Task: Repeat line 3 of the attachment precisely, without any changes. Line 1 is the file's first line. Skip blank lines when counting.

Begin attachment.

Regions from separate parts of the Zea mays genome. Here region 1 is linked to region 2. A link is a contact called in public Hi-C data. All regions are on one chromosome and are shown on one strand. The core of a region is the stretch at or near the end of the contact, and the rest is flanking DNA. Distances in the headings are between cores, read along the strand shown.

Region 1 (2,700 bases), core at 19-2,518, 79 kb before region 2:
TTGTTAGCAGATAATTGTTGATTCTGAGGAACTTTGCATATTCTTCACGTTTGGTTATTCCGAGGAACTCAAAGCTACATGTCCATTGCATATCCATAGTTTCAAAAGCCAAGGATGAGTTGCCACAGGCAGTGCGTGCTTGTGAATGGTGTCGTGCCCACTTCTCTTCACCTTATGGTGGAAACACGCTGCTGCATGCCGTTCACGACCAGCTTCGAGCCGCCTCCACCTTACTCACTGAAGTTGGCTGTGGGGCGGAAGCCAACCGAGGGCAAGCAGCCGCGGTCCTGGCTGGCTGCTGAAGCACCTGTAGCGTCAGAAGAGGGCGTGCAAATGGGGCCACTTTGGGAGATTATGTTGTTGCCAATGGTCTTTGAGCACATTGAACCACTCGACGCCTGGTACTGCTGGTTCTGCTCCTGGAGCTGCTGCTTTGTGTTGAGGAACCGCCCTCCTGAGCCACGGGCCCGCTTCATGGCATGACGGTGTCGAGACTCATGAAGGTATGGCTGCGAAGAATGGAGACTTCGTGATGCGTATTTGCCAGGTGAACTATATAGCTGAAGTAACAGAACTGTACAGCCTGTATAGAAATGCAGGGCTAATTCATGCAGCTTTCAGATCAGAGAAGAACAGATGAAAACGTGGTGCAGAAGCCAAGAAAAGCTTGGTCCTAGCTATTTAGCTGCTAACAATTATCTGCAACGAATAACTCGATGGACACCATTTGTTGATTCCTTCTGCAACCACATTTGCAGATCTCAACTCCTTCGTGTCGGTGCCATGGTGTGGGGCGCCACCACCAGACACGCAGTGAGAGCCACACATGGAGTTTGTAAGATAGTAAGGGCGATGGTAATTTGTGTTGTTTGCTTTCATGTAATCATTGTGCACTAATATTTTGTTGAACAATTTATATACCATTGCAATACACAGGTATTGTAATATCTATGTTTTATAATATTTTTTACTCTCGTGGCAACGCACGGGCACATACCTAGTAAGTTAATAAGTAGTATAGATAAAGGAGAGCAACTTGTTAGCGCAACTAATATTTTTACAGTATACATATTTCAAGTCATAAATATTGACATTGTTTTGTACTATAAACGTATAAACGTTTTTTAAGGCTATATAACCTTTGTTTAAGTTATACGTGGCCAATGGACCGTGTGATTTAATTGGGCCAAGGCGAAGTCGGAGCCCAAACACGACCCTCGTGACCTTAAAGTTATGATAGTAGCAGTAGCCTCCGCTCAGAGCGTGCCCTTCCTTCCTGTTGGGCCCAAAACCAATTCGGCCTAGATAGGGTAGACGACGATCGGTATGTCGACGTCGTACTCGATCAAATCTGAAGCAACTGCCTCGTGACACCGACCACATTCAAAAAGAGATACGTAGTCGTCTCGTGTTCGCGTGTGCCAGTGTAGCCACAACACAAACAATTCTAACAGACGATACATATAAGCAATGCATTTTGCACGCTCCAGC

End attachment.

TTGTTAGCAGATAATTGTTGATTCTGAGGAACTTTGCATATTCTTCACGTTTGGTTATTCCGAGGAACTCAAAGCTACATGTCCATTGCATATCCATAGTTTCAAAAGCCAAGGATGAGTTGCCACAGGCAGTGCGTGCTTGTGAATGGTGTCGTGCCCACTTCTCTTCACCTTATGGTGGAAACACGCTGCTGCATGCCGTTCACGACCAGCTTCGAGCCGCCTCCACCTTACTCACTGAAGTTGGCTGTGGGGCGGAAGCCAACCGAGGGCAAGCAGCCGCGGTCCTGGCTGGCTGCTGAAGCACCTGTAGCGTCAGAAGAGGGCGTGCAAATGGGGCCACTTTGGGAGATTATGTTGTTGCCAATGGTCTTTGAGCACATTGAACCACTCGACGCCTGGTACTGCTGGTTCTGCTCCTGGAGCTGCTGCTTTGTGTTGAGGAACCGCCCTCCTGAGCCACGGGCCCGCTTCATGGCATGACGGTGTCGAGACTCATGAAGGTATGGCTGCGAAGAATGGAGACTTCGTGATGCGTATTTGCCAGGTGAACTATATAGCTGAAGTAACAGAACTGTACAGCCTGTATAGAAATGCAGGGCTAATTCATGCAGCTTTCAGATCAGAGAAGAACAGATGAAAACGTGGTGCAGAAGCCAAGAAAAGCTTGGTCCTAGCTATTTAGCTGCTAACAATTATCTGCAACGAATAACTCGATGGACACCATTTGTTGATTCCTTCTGCAACCACATTTGCAGATCTCAACTCCTTCGTGTCGGTGCCATGGTGTGGGGCGCCACCACCAGACACGCAGTGAGAGCCACACATGGAGTTTGTAAGATAGTAAGGGCGATGGTAATTTGTGTTGTTTGCTTTCATGTAATCATTGTGCACTAATATTTTGTTGAACAATTTATATACCATTGCAATACACAGGTATTGTAATATCTATGTTTTATAATATTTTTTACTCTCGTGGCAACGCACGGGCACATACCTAGTAAGTTAATAAGTAGTATAGATAAAGGAGAGCAACTTGTTAGCGCAACTAATATTTTTACAGTATACATATTTCAAGTCATAAATATTGACATTGTTTTGTACTATAAACGTATAAACGTTTTTTAAGGCTATATAACCTTTGTTTAAGTTATACGTGGCCAATGGACCGTGTGATTTAATTGGGCCAAGGCGAAGTCGGAGCCCAAACACGACCCTCGTGACCTTAAAGTTATGATAGTAGCAGTAGCCTCCGCTCAGAGCGTGCCCTTCCTTCCTGTTGGGCCCAAAACCAATTCGGCCTAGATAGGGTAGACGACGATCGGTATGTCGACGTCGTACTCGATCAAATCTGAAGCAACTGCCTCGTGACACCGACCACATTCAAAAAGAGATACGTAGTCGTCTCGTGTTCGCGTGTGCCAGTGTAGCCACAACACAAACAATTCTAACAGACGATACATATAAGCAATGCATTTTGCACGCTCCAGC